As I reflect, there's one significant flaw in my comparison of Joe DiMaggio and Paul Simon. DiMaggio retired from baseball in 1951, at the age of 37. All of his greatest accomplishments (marrying Marilyn Monroe aside) were behind him. Paul Simon made Graceland in his mid-40s. And even if we take that as his peak, he's continued to make high-quality music for 25 more years. No need for the nation to turn its lonely eyes to him; he's been in front of us the whole time. And we're all the richer for it.

Wednesday, October 05, 2011

278. Refrigerated Love: Inmortality (2011)

It's an established truism in the music industry that you can never count a good band out. A lesser-known but no-less-true correllary is that you can't really count the bad ones out either.

And thus we have Refrigerated Love, the British group Stephen Thomas Earlewine once called "the chronic bronchitis of rock."

It's been a wild ride since their 2008 reunion release No Expiration Date. That album found modest success, mostly due to ironic attention from hipster bloggers, and the band went back into full swing. In 2009 they put out a spiritual follow-up to their 1994 all-female cover album We Refuse To Pun the Word Cover. The album, Coming In, featured the band's renditions of tunes by gay artists such as Judas Priest, Husker Du, Ricky Martin, and Indigo Girls. Despite excellent song selection, the album tanked.

This began yet another dark period for Refrigerated Love. In 2010 Lead singer Colin Porthorn served as a judge on the disastrous reality series Sing For Your Life. Billed as a combination of Survivor and American Idol, the show placed contestants in life-threatening situations and required them to perform their way out. Porthorn's merciless "I don't see the passion" comment, often delivered before sending an off-pitch contestant to his or her apparent death, became a popular catchphrase briefly. After only three episodes, ABC cancelled the series due to pressure from reactionary parent groups and human rights activists.

Subsequently, and more tragically, Porthorn's attempt to cash in on his new fame with the solo power ballad Show (Me) Your Passion failed miserably. Despite being offered free as the iTunes Single of the Week, no one downloaded it.

In the meantime, lyricist Elvis Hornman was fired. Rumors of bitter feuds between Hornman and the rest of the band members had simmered since the mid-'80s, most traced back to Hornman's penchant for indiscriminately eating food out of the tour bus refrigerator, impolitely ignoring clear shelf labels.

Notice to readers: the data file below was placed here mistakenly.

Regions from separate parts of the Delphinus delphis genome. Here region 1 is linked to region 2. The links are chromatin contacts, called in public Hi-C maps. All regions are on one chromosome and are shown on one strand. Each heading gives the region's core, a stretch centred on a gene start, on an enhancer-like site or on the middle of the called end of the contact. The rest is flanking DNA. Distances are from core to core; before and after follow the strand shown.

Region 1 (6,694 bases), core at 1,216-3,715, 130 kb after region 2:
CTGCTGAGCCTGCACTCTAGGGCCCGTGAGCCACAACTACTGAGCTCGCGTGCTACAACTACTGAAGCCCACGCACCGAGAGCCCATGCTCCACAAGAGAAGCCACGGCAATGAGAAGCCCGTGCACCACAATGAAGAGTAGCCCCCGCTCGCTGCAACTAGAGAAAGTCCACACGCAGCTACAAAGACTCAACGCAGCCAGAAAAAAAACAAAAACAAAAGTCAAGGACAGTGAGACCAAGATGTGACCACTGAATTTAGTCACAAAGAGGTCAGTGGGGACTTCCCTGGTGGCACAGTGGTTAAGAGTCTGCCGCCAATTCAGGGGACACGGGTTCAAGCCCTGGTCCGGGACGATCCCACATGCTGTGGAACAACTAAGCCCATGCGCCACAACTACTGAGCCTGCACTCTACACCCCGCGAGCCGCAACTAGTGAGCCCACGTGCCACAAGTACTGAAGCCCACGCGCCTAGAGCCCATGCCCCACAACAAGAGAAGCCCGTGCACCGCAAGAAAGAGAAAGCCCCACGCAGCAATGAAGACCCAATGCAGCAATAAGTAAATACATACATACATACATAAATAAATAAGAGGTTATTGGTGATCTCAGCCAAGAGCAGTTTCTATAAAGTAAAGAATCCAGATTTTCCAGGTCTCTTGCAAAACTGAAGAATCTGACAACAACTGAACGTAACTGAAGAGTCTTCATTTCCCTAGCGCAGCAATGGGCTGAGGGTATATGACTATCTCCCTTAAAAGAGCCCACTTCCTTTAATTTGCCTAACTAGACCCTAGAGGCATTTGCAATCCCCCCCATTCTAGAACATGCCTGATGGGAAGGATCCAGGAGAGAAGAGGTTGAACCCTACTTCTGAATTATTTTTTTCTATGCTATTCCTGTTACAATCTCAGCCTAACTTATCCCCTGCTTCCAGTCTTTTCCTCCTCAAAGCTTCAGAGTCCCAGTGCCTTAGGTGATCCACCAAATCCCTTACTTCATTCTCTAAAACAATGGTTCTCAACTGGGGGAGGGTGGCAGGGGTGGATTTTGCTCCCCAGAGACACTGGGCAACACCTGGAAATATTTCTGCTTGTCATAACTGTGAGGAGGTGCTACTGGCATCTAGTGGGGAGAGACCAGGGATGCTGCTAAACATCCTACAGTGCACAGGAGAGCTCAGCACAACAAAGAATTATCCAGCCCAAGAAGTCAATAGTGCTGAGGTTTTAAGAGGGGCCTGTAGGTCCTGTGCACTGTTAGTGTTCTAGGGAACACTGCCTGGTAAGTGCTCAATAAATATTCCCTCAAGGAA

Apparently the boys had finally had enough. Hornman, a notorious absinthe fiend with no musical ability, promptly laid claim to the Refrigerated Love name and declared his intention to tour with replacement musicians, setting off a bitter legal battle. Hornman lost, and has been touring under the name "Elvis Hornman's Frozen Romance". Catch them at your local depressing bar this winter.

Completing the triumvirate of tragedy, the band were unceremoniously dropped by their label, Polydor. In a terse statement, the label said simply, "It's not us, it's them."

Given this run of bad luck, it's a minor miracle that the band have soldiered on. Yet here we have their newest effort, Inmortality, which the band is releasing without a label. In a recent interview with Rolling Stone, guitarist Nigel Hornblower said, "Record labels are like dinosaurs. They roam the Earth, obsolete." Added keyboardist Hornel Lieberman, "With the advance of technology, we can take the songs right to the people with no middle man. We make all of our money off of t-shirt sales anyway."

Thus, the album is available on traditional outlets such as eMusic, iTunes, and, or directly through the Refrigerated Love website, where fans can pay $50 for a deluxe download package that includes a "poster-sized jpeg" and "extensive liner notes in .txt format". For an additional $5, "Refrigerated Love will friend you on Facebook!"